• Approved a budget increase of $115,880 for habitat restoration and stream bank stabilization in the White River basin. The money will come from the Environmental Protection Agency through the Arkansas Natural Resources Commission.
  • Approved the purchase of 41 vehicles at a cost of $977,234. The vehicles will replace 41 vehicles that have are nearing or exceeded 150,000 miles. Each of the replaced vehicles will be sold and removed from inventory as soon as equipment is transferred to the new vehicles.
  • Approved a budget transfer of $62,800 for improvements at Henry Gray Hurricane Lake and Steve N. Wilson Raft Creek WMAs.
  • Approved a budget increase of $90,000 from an EPA grant to study the Arkansas West Gulf Coastal Plain wetland terraces.
  • Honored Sgt. Floyd Harper with the Shikar-Safari Wildlife Officer of the Year award. Harper is based in Monticello and patrols southeast Arkansas. Award winners are selected on the basis of their professional relationships with hunters, anglers and landowners in their districts, their job performance and dedication to the wildlife law enforcement profession and participation in activities outside of daily enforcement work.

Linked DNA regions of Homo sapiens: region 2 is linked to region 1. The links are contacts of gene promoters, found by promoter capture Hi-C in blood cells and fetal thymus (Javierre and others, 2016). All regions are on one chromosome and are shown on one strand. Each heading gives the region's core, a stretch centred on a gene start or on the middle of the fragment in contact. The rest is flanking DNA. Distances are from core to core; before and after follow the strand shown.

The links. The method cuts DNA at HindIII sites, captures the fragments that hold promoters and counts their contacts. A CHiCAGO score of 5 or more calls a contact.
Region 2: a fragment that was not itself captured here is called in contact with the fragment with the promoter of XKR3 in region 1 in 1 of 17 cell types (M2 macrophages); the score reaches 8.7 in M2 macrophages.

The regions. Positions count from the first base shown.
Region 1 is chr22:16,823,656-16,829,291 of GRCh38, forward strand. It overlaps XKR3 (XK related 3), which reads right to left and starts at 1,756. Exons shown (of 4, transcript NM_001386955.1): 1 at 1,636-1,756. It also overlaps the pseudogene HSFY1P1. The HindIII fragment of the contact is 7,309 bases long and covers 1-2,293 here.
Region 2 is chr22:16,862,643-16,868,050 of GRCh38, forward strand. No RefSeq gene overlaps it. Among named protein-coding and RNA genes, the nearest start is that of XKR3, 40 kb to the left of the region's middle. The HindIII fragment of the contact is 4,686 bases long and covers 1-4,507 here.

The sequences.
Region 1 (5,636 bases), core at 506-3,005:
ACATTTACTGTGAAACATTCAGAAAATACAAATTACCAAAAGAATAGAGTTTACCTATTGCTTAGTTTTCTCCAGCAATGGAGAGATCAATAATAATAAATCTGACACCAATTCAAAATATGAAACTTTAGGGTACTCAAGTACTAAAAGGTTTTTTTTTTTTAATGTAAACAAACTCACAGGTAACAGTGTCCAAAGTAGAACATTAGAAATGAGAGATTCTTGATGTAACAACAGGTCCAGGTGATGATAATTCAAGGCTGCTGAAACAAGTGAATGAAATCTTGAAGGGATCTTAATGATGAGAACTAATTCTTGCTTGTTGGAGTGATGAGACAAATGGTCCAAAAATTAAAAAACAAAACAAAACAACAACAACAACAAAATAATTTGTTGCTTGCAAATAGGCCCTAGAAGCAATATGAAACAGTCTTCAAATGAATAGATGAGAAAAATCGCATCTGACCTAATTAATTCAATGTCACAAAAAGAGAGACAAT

• Read a proclamation from Gov. Mike Beebe honoring the 75th anniversary of the Wildlife and Sport Fish Restoration program.The WSFR program is the revenue foundation for most fish and wildlife conservation programs. First created on Sept. 2, 1937 when President Franklin D. Roosevelt signed the Federal Aid in Wildlife Restoration Act, the program raises funds through a dedicated excise tax on sporting guns and ammunition. In 1950, the Federal Aid in Sport Fish Restoration Act was enacted and added to the WSFR program. Through this law, funds are provided for fish conservation and boating and fishing recreational programs in each state through an excise tax placed on certain fishing and boating equipment and fuels.
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Text a TIP

Got a tip on a poacher? Text TIP411.

The Arkansas Game and Fish Commission is offering a new way to anonymously report outdoor-related violations to the agency’s Enforcement Division agents. It’s called tip411 and is as simple as sending a text message.